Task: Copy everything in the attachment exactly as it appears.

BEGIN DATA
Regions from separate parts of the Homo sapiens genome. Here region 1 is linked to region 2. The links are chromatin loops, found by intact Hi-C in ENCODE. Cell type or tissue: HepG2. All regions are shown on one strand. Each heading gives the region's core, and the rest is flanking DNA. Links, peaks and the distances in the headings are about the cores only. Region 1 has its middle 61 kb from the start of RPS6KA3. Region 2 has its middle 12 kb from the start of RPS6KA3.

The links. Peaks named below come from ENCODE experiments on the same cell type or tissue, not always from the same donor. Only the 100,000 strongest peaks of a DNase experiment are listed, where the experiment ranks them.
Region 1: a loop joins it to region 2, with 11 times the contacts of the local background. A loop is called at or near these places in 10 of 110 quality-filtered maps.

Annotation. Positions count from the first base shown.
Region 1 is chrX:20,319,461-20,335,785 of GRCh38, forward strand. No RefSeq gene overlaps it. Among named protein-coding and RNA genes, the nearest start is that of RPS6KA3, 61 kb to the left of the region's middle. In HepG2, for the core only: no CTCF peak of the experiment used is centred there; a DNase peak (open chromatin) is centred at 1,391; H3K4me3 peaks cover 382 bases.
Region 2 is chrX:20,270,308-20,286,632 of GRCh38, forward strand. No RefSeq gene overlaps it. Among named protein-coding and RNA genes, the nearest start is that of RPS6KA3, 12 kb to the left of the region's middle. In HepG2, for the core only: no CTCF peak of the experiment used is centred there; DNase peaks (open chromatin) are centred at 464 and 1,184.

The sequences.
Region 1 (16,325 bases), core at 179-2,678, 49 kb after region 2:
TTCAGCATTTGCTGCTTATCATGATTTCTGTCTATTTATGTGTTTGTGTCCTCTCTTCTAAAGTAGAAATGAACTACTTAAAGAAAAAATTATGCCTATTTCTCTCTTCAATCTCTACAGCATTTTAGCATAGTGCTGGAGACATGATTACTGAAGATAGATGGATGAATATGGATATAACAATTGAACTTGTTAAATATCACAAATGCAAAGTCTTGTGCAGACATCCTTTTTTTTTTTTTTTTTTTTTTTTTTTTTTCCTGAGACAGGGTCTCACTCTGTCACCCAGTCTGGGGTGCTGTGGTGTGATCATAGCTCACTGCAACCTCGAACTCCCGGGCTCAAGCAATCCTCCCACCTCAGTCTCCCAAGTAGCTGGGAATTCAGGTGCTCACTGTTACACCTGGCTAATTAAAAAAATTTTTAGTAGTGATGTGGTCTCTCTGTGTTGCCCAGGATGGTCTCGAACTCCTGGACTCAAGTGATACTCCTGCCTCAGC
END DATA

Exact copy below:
Regions from separate parts of the Homo sapiens genome. Here region 1 is linked to region 2. The links are chromatin loops, found by intact Hi-C in ENCODE. Cell type or tissue: HepG2. All regions are shown on one strand. Each heading gives the region's core, and the rest is flanking DNA. Links, peaks and the distances in the headings are about the cores only. Region 1 has its middle 61 kb from the start of RPS6KA3. Region 2 has its middle 12 kb from the start of RPS6KA3.

The links. Peaks named below come from ENCODE experiments on the same cell type or tissue, not always from the same donor. Only the 100,000 strongest peaks of a DNase experiment are listed, where the experiment ranks them.
Region 1: a loop joins it to region 2, with 11 times the contacts of the local background. A loop is called at or near these places in 10 of 110 quality-filtered maps.

Annotation. Positions count from the first base shown.
Region 1 is chrX:20,319,461-20,335,785 of GRCh38, forward strand. No RefSeq gene overlaps it. Among named protein-coding and RNA genes, the nearest start is that of RPS6KA3, 61 kb to the left of the region's middle. In HepG2, for the core only: no CTCF peak of the experiment used is centred there; a DNase peak (open chromatin) is centred at 1,391; H3K4me3 peaks cover 382 bases.
Region 2 is chrX:20,270,308-20,286,632 of GRCh38, forward strand. No RefSeq gene overlaps it. Among named protein-coding and RNA genes, the nearest start is that of RPS6KA3, 12 kb to the left of the region's middle. In HepG2, for the core only: no CTCF peak of the experiment used is centred there; DNase peaks (open chromatin) are centred at 464 and 1,184.

The sequences.
Region 1 (16,325 bases), core at 179-2,678, 49 kb after region 2:
TTCAGCATTTGCTGCTTATCATGATTTCTGTCTATTTATGTGTTTGTGTCCTCTCTTCTAAAGTAGAAATGAACTACTTAAAGAAAAAATTATGCCTATTTCTCTCTTCAATCTCTACAGCATTTTAGCATAGTGCTGGAGACATGATTACTGAAGATAGATGGATGAATATGGATATAACAATTGAACTTGTTAAATATCACAAATGCAAAGTCTTGTGCAGACATCCTTTTTTTTTTTTTTTTTTTTTTTTTTTTTTCCTGAGACAGGGTCTCACTCTGTCACCCAGTCTGGGGTGCTGTGGTGTGATCATAGCTCACTGCAACCTCGAACTCCCGGGCTCAAGCAATCCTCCCACCTCAGTCTCCCAAGTAGCTGGGAATTCAGGTGCTCACTGTTACACCTGGCTAATTAAAAAAATTTTTAGTAGTGATGTGGTCTCTCTGTGTTGCCCAGGATGGTCTCGAACTCCTGGACTCAAGTGATACTCCTGCCTCAGC